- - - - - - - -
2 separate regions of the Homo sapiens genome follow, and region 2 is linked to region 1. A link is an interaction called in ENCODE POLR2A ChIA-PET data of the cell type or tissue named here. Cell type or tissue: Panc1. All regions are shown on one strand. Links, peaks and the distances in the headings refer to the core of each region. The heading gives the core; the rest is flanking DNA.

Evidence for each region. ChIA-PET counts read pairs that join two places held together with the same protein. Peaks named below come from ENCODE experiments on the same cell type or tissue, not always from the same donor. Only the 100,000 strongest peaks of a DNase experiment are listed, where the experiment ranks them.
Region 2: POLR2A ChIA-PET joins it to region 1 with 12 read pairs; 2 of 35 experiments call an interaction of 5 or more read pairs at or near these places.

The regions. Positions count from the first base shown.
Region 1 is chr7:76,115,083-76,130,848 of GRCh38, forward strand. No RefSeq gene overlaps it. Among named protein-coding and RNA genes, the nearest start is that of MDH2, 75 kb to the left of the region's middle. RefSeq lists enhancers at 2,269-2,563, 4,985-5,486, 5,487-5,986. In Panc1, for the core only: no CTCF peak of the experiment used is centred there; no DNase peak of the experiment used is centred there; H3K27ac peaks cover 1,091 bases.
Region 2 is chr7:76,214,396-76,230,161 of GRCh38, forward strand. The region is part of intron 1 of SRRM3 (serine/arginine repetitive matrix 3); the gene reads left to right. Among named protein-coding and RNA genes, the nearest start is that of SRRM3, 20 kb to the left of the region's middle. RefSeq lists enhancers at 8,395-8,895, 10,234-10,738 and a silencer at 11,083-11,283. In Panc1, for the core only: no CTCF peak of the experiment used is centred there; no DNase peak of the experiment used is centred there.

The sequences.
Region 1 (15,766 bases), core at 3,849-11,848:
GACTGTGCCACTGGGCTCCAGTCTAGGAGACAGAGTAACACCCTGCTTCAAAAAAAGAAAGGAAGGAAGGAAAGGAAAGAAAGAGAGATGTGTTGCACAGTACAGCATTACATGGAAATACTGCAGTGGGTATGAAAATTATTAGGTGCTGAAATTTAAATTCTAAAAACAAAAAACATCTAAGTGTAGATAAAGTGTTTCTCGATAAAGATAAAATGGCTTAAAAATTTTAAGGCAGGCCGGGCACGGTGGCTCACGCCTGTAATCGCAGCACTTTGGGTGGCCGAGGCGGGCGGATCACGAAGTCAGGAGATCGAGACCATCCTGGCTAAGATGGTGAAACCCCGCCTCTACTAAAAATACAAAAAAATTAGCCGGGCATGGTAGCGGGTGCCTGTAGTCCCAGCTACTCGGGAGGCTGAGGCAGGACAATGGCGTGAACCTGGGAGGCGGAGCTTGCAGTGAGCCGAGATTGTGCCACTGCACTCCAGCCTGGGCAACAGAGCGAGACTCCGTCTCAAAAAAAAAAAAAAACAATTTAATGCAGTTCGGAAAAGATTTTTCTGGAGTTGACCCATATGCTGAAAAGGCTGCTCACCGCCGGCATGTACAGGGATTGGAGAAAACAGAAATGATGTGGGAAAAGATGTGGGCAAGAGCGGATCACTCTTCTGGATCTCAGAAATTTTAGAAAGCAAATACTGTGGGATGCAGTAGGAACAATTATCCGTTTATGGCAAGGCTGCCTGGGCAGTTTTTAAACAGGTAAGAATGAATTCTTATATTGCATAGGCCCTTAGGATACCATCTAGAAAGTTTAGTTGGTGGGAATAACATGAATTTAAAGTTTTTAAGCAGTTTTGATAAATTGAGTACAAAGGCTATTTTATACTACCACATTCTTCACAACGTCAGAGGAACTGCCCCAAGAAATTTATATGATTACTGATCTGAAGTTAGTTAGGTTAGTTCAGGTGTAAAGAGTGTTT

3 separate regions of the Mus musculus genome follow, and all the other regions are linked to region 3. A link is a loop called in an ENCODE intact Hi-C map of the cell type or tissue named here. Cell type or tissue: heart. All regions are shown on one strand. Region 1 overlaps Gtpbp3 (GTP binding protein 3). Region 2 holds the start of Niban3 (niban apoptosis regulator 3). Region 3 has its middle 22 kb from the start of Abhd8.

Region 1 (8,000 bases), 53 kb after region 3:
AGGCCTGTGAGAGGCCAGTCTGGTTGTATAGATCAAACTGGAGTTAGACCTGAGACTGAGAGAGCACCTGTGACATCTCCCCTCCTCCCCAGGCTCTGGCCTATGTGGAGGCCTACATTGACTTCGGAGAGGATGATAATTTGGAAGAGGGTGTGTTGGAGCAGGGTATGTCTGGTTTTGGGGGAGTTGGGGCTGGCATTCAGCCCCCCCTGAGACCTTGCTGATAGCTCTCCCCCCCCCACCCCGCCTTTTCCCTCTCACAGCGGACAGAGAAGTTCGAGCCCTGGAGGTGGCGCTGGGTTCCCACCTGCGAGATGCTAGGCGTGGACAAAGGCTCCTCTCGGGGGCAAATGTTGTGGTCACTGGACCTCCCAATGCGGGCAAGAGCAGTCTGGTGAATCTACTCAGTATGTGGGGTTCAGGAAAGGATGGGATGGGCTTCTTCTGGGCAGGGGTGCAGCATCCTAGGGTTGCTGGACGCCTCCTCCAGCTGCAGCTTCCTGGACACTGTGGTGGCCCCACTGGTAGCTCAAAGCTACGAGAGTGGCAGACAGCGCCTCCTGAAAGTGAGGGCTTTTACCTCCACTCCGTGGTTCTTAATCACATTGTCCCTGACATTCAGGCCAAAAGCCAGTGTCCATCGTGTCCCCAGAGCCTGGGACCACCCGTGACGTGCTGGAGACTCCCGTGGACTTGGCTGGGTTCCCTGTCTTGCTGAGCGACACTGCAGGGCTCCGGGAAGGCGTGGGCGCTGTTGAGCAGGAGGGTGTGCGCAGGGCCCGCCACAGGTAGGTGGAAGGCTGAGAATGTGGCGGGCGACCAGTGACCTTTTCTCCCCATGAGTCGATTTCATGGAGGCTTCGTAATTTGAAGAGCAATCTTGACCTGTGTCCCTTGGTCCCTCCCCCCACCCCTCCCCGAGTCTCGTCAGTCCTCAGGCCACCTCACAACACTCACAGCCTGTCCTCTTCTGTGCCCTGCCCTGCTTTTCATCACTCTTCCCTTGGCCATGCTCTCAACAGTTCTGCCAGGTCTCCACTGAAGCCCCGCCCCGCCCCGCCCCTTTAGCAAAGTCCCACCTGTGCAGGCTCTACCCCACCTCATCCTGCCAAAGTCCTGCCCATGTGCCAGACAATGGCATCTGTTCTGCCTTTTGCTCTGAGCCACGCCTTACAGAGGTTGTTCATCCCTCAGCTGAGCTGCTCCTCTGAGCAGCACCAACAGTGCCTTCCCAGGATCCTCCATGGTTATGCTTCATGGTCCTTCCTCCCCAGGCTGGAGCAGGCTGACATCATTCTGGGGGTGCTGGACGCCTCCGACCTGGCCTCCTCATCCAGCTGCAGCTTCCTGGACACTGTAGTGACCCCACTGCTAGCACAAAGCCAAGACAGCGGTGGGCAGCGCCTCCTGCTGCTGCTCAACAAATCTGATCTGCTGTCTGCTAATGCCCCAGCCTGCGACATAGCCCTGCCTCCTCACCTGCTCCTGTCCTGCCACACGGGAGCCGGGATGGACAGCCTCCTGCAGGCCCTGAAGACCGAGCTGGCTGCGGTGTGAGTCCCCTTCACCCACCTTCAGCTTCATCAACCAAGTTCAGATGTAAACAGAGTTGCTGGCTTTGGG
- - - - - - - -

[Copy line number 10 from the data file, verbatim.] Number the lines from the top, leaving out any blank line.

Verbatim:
3 separate regions of the Mus musculus genome follow, and all the other regions are linked to region 3. A link is a loop called in an ENCODE intact Hi-C map of the cell type or tissue named here. Cell type or tissue: heart. All regions are shown on one strand. Region 1 overlaps Gtpbp3 (GTP binding protein 3). Region 2 holds the start of Niban3 (niban apoptosis regulator 3). Region 3 has its middle 22 kb from the start of Abhd8.